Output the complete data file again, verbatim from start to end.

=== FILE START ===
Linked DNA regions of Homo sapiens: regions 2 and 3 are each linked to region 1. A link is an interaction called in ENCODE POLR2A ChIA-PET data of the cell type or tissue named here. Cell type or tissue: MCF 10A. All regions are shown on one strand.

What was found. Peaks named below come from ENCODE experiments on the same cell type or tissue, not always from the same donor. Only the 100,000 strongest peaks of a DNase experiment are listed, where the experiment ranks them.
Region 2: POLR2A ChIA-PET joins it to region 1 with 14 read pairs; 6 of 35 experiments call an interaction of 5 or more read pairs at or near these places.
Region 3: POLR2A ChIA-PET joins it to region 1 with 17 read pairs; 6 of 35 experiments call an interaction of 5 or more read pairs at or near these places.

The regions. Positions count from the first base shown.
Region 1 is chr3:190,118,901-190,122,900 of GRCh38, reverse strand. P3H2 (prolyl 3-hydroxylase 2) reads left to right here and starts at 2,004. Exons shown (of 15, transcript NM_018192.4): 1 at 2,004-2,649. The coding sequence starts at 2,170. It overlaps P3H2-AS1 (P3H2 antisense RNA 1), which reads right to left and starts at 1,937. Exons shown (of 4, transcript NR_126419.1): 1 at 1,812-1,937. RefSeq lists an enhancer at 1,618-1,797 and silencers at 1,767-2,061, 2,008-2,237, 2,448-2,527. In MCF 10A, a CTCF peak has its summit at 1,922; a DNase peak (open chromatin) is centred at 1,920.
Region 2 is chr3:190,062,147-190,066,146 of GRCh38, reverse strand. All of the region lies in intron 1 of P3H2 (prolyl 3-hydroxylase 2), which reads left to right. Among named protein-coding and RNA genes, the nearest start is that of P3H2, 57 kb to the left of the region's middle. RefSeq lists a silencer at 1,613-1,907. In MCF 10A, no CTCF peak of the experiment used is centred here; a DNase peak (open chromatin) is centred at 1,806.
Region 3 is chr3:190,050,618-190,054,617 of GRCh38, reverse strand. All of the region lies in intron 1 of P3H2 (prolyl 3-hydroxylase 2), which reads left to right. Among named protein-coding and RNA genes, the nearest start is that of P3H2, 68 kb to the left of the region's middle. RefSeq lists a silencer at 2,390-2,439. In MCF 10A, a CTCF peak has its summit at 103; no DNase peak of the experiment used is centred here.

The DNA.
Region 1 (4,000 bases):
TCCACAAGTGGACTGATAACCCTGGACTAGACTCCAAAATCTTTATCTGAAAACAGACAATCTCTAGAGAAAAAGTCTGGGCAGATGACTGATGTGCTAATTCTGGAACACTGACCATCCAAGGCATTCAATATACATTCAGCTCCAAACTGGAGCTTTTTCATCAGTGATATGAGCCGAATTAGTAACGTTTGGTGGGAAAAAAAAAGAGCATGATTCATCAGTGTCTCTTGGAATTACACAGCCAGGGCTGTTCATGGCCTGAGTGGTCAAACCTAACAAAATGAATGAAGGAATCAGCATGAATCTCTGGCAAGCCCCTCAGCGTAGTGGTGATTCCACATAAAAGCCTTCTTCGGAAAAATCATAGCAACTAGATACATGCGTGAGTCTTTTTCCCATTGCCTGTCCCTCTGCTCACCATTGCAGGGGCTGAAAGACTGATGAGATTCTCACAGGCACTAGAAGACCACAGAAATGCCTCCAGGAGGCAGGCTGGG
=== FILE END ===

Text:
Linked DNA regions of Homo sapiens: regions 2 and 3 are each linked to region 1. A link is an interaction called in ENCODE POLR2A ChIA-PET data of the cell type or tissue named here. Cell type or tissue: MCF 10A. All regions are shown on one strand.

What was found. Peaks named below come from ENCODE experiments on the same cell type or tissue, not always from the same donor. Only the 100,000 strongest peaks of a DNase experiment are listed, where the experiment ranks them.
Region 2: POLR2A ChIA-PET joins it to region 1 with 14 read pairs; 6 of 35 experiments call an interaction of 5 or more read pairs at or near these places.
Region 3: POLR2A ChIA-PET joins it to region 1 with 17 read pairs; 6 of 35 experiments call an interaction of 5 or more read pairs at or near these places.

The regions. Positions count from the first base shown.
Region 1 is chr3:190,118,901-190,122,900 of GRCh38, reverse strand. P3H2 (prolyl 3-hydroxylase 2) reads left to right here and starts at 2,004. Exons shown (of 15, transcript NM_018192.4): 1 at 2,004-2,649. The coding sequence starts at 2,170. It overlaps P3H2-AS1 (P3H2 antisense RNA 1), which reads right to left and starts at 1,937. Exons shown (of 4, transcript NR_126419.1): 1 at 1,812-1,937. RefSeq lists an enhancer at 1,618-1,797 and silencers at 1,767-2,061, 2,008-2,237, 2,448-2,527. In MCF 10A, a CTCF peak has its summit at 1,922; a DNase peak (open chromatin) is centred at 1,920.
Region 2 is chr3:190,062,147-190,066,146 of GRCh38, reverse strand. All of the region lies in intron 1 of P3H2 (prolyl 3-hydroxylase 2), which reads left to right. Among named protein-coding and RNA genes, the nearest start is that of P3H2, 57 kb to the left of the region's middle. RefSeq lists a silencer at 1,613-1,907. In MCF 10A, no CTCF peak of the experiment used is centred here; a DNase peak (open chromatin) is centred at 1,806.
Region 3 is chr3:190,050,618-190,054,617 of GRCh38, reverse strand. All of the region lies in intron 1 of P3H2 (prolyl 3-hydroxylase 2), which reads left to right. Among named protein-coding and RNA genes, the nearest start is that of P3H2, 68 kb to the left of the region's middle. RefSeq lists a silencer at 2,390-2,439. In MCF 10A, a CTCF peak has its summit at 103; no DNase peak of the experiment used is centred here.

The DNA.
Region 1 (4,000 bases):
TCCACAAGTGGACTGATAACCCTGGACTAGACTCCAAAATCTTTATCTGAAAACAGACAATCTCTAGAGAAAAAGTCTGGGCAGATGACTGATGTGCTAATTCTGGAACACTGACCATCCAAGGCATTCAATATACATTCAGCTCCAAACTGGAGCTTTTTCATCAGTGATATGAGCCGAATTAGTAACGTTTGGTGGGAAAAAAAAAGAGCATGATTCATCAGTGTCTCTTGGAATTACACAGCCAGGGCTGTTCATGGCCTGAGTGGTCAAACCTAACAAAATGAATGAAGGAATCAGCATGAATCTCTGGCAAGCCCCTCAGCGTAGTGGTGATTCCACATAAAAGCCTTCTTCGGAAAAATCATAGCAACTAGATACATGCGTGAGTCTTTTTCCCATTGCCTGTCCCTCTGCTCACCATTGCAGGGGCTGAAAGACTGATGAGATTCTCACAGGCACTAGAAGACCACAGAAATGCCTCCAGGAGGCAGGCTGGG